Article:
If there is a question not addressed here, please take a moment to email me to let me know.
The process generally goes like this….we talk on the phone about what your basic goals are. Then we figure out if you’d like to try one lesson or sign up for a series of 5 or 10 lessons (the series come with a nice discount). After that, we come up with a mutually agreeable day of the week and time of day for your lesson(s). I recommend at least one lesson a week. Then I’ll take your credit card payment over the phone (see the question, How is Payment Made). We talk about using Skype or Zoom, and I collect your email address to send the link for your lesson. If lessons will be in the San Francisco Bay Area, and lessons are to be in person, we’ll pick a mutually agreeable place to meet.
Know Your Goals; both your short- and long-term goals, to ensure you and Keaton are both aligned with what you want to get out of the lessons.
Also, it helps if you are familiar with using Zoom or Skype – neither are difficult and Keaton will show you how to do what’s needed once the lesson has started, but still helpful nonetheless! Click here for Technical Guidance.
When it comes time for your lesson, about 5 minutes beforehand, on a laptop screen-size, or larger, open your browser (Chrome, Firefox, MS Edge) and go to the email that displays the Zoom or Skype link provided to you. Click on the link. Click here for technical guidance.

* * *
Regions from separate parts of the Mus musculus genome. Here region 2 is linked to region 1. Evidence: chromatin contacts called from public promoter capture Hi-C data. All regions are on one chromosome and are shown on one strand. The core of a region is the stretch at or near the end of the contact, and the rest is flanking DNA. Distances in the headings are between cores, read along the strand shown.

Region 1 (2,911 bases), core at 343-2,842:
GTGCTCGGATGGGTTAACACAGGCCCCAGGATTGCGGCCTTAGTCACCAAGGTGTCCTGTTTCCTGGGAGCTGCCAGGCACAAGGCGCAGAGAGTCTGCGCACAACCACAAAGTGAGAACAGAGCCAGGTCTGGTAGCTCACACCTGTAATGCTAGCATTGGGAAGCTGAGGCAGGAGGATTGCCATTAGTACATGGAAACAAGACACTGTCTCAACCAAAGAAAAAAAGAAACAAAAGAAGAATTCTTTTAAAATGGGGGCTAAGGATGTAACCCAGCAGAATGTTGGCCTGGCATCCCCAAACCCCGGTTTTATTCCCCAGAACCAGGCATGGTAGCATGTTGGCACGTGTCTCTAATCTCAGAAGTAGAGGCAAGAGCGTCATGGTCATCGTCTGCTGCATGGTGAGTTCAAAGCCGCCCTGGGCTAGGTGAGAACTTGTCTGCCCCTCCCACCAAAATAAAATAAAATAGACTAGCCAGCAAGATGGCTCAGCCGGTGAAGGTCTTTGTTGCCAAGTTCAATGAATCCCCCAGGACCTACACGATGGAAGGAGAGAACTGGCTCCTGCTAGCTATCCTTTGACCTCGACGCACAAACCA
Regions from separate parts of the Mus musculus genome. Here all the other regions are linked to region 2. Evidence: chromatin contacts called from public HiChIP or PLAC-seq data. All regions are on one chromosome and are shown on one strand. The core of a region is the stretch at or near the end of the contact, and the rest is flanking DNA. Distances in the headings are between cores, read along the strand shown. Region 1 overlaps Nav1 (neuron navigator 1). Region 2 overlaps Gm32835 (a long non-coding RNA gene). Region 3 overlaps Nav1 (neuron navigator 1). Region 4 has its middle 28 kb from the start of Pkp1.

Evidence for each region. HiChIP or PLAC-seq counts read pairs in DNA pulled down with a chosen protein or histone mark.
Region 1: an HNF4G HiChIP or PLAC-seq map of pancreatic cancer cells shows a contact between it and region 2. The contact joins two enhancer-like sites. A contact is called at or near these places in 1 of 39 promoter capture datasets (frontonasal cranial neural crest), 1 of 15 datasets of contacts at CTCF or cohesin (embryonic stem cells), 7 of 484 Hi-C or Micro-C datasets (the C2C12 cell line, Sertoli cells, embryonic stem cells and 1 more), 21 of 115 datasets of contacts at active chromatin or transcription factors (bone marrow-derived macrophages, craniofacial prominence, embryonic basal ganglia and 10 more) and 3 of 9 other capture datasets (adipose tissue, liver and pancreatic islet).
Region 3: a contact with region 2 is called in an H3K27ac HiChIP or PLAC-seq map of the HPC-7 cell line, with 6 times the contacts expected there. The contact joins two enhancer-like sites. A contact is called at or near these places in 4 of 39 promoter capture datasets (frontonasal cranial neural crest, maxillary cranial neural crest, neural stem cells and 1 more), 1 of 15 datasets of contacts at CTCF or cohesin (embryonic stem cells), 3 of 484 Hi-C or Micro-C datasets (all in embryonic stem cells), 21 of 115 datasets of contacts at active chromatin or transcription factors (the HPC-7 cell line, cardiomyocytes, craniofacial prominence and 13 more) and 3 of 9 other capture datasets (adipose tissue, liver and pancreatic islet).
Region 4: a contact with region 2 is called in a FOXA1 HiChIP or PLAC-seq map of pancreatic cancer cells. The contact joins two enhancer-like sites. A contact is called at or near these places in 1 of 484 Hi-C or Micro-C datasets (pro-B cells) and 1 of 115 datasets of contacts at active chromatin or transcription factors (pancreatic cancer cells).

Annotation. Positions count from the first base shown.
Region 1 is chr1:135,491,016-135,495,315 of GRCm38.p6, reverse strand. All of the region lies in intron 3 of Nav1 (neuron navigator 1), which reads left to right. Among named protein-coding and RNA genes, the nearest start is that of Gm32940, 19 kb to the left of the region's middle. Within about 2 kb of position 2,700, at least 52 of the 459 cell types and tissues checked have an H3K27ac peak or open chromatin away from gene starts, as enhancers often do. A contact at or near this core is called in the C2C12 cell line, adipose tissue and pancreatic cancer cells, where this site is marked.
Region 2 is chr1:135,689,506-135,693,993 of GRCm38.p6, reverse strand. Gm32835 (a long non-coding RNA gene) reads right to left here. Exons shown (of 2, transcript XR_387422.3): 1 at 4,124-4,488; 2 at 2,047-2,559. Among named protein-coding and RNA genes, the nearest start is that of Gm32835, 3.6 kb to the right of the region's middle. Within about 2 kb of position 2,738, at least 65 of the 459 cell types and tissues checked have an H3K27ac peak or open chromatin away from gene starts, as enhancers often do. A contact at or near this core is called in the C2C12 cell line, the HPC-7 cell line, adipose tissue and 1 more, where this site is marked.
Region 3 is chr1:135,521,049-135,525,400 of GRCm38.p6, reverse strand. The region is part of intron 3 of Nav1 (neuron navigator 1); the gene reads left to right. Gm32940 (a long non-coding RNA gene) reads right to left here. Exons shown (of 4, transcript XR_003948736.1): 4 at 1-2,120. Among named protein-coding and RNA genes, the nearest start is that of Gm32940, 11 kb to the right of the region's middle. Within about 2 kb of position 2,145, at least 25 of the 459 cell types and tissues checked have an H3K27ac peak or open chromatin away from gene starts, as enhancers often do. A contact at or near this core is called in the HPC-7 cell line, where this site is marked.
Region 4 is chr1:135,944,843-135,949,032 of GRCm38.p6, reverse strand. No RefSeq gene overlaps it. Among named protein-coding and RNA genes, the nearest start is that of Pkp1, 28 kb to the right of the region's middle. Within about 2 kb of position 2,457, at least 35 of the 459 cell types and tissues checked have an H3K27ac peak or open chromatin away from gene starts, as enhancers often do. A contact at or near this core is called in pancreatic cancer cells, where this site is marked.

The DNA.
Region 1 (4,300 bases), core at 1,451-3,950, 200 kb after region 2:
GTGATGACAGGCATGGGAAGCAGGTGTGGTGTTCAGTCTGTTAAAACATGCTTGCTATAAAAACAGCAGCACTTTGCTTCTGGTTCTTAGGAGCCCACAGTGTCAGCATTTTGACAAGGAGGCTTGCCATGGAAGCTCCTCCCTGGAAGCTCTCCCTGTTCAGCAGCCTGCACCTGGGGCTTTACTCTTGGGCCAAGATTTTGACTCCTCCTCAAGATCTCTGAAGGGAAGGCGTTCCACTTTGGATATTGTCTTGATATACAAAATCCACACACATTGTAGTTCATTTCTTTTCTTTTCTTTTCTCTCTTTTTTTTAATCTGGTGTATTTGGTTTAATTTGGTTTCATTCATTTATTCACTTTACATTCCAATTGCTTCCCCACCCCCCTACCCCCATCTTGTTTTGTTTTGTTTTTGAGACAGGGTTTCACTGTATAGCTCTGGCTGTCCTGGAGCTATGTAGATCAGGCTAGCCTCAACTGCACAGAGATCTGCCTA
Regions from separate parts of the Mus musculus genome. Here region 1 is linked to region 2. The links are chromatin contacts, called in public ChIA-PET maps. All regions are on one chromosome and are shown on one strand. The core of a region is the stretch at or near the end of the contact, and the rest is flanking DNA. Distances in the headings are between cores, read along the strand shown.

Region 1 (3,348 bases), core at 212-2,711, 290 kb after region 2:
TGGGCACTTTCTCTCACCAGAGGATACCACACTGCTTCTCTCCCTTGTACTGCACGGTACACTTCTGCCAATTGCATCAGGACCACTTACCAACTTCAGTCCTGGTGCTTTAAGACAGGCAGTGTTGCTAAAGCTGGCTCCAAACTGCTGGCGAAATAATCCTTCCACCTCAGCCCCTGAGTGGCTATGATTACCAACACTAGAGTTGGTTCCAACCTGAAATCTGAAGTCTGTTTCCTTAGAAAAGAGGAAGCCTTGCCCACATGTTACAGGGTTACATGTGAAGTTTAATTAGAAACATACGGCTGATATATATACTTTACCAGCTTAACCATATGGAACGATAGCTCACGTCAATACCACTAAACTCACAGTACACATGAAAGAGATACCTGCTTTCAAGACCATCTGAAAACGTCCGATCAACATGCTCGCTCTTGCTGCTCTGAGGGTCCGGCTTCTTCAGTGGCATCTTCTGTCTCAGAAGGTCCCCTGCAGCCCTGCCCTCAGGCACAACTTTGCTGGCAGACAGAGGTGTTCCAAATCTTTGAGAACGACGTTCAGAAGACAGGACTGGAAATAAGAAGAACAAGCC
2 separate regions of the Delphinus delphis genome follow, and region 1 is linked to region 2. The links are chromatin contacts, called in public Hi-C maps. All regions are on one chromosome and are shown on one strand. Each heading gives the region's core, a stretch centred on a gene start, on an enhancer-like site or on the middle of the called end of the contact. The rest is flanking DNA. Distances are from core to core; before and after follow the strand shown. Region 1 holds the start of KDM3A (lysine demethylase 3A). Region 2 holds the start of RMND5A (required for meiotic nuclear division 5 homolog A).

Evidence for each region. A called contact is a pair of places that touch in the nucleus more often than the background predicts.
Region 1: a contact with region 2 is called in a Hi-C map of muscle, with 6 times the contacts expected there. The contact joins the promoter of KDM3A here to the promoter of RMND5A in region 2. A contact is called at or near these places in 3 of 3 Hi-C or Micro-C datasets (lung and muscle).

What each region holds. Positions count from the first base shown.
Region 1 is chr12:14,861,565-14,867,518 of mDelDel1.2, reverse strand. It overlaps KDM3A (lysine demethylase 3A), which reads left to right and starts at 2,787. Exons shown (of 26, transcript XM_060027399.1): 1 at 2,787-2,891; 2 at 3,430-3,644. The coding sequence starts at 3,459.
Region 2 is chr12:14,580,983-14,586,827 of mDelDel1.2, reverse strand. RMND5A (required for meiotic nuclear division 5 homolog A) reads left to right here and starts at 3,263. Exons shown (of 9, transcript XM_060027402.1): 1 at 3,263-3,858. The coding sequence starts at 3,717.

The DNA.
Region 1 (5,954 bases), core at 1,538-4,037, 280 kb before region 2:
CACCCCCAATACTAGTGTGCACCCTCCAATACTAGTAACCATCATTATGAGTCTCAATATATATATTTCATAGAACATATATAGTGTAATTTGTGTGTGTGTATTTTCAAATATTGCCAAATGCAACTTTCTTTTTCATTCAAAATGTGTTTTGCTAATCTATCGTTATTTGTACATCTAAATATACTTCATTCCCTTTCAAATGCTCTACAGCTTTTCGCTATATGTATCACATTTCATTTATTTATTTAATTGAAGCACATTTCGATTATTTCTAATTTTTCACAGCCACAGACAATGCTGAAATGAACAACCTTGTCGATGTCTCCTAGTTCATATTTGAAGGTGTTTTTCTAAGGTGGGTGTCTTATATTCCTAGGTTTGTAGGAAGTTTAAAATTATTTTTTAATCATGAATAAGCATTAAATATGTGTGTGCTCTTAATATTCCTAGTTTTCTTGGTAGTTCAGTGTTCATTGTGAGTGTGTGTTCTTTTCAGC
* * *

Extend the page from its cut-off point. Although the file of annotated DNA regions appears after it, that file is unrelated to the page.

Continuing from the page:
I use Stripe as my merchant account processing gateway, one of the most secure in the business. I don’t accept PayPal, Zelle, Venmo, etc any longer. I’ll take your card information over the phone; it’s not stored anywhere. Payment must be made before lessons begin.
I don’t want unhappy students. If you change your mind before that first lesson even begins, I’ll refund the full amount. If you sign up for a lesson series but don’t complete them, the discount is not earned so I convert the lessons taken to regular price, and prorate the remainder.
You’ll need to make sure you’re familiar with the rules of playing in a tournament, as they are different than casual chess (ex: chess clock). I recommend watching some tournaments to see how it works (search online, there are many places to watch a video); even read some books. Also solve tactics each day for a week or two before the tournament; it’s better to solve 5 or 10 tactics that are difficult for you rather than a big handful of easy ones that teach you nothing. Be sure to enter the type of event that suits you.
In general, beginners should pay attention to the endgame to learn basic techniques and get to know how the game ends. Intermediate players should focus on finding interesting strategy in their opening and middlegames. The goal is to be balanced in strength between the opening, the middlegame, and the endgame. For all levels, find weaknesses and work on those. A chess coach like me can help you locate your weaknesses!
There are not many studies conducted proving this one way or another. Having math skills to play chess is strongly exaggerated. However, people with ordinary IQs can learn and improve, playing chess on a high level. It doesn’t matter how old or young you are, everyone can learn, and everyone can improve, especially with coaching.